Religious Liberty in the Criminal Justice System
As the U.S. Supreme Court has made clear in Turner v. Safley, “prison walls do not form a barrier separating prison inmates from the protections of the Constitution.” That is, while prison may involve the loss of many freedoms, it is not a license for the government to deny fundamental religious rights.
The particular vulnerability of people in prison is the very reason Congress passed the Religious Land Use and Institutionalized Persons Act (RLUIPA) in 2000. RLUIPA requires any substantial burden on a prisoner’s religious exercise to be the “least restrictive means” of furthering a compelling governmental interest. This does not just mean that the requirements of the law itself have to be as permissive as possible—it also means that there has to be a very good reason why the prison will not allow exceptions for individual prisoners.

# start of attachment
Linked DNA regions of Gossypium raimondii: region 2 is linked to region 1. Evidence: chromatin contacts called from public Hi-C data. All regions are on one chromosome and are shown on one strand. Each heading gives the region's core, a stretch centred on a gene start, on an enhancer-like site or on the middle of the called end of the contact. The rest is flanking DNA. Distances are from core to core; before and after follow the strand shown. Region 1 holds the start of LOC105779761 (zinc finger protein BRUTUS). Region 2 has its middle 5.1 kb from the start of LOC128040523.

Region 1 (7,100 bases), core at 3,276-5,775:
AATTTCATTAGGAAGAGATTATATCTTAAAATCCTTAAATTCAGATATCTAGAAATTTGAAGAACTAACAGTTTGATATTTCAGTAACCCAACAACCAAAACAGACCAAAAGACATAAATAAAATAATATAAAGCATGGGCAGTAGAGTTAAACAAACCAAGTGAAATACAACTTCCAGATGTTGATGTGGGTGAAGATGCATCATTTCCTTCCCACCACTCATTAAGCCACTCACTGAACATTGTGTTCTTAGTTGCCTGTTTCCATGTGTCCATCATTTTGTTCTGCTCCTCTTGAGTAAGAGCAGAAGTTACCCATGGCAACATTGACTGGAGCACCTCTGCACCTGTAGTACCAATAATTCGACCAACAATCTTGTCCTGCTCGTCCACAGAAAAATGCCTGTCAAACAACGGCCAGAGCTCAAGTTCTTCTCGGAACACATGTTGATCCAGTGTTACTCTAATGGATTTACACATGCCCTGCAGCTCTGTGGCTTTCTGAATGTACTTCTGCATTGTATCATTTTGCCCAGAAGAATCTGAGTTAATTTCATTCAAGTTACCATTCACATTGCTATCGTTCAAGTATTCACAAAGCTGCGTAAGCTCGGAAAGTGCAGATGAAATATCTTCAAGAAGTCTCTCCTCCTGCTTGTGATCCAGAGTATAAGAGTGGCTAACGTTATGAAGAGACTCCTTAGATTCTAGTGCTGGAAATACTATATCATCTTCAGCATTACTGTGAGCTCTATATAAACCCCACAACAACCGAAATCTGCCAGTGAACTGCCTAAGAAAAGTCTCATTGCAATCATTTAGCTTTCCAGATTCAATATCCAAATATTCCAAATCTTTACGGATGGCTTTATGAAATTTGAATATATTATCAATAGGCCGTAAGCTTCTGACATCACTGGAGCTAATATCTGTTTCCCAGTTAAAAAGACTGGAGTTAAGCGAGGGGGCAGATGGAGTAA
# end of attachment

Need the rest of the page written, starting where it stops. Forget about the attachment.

Yet time and again, we see that prison officials are oblivious or indifferent to these high standards, arbitrarily restricting prisoners’ fundamental rights. Ironically, accommodating individual religious practice actually tends to enhance prison security because it has a positive effect on individual adjustment and rehabilitation and helps foster an environment where prisoners do not feel as if decisions are unreasonable.
The ACLU defends the rights of all individuals—no matter how marginalized—to practice their faith to the fullest extent of the Constitution and laws of this country.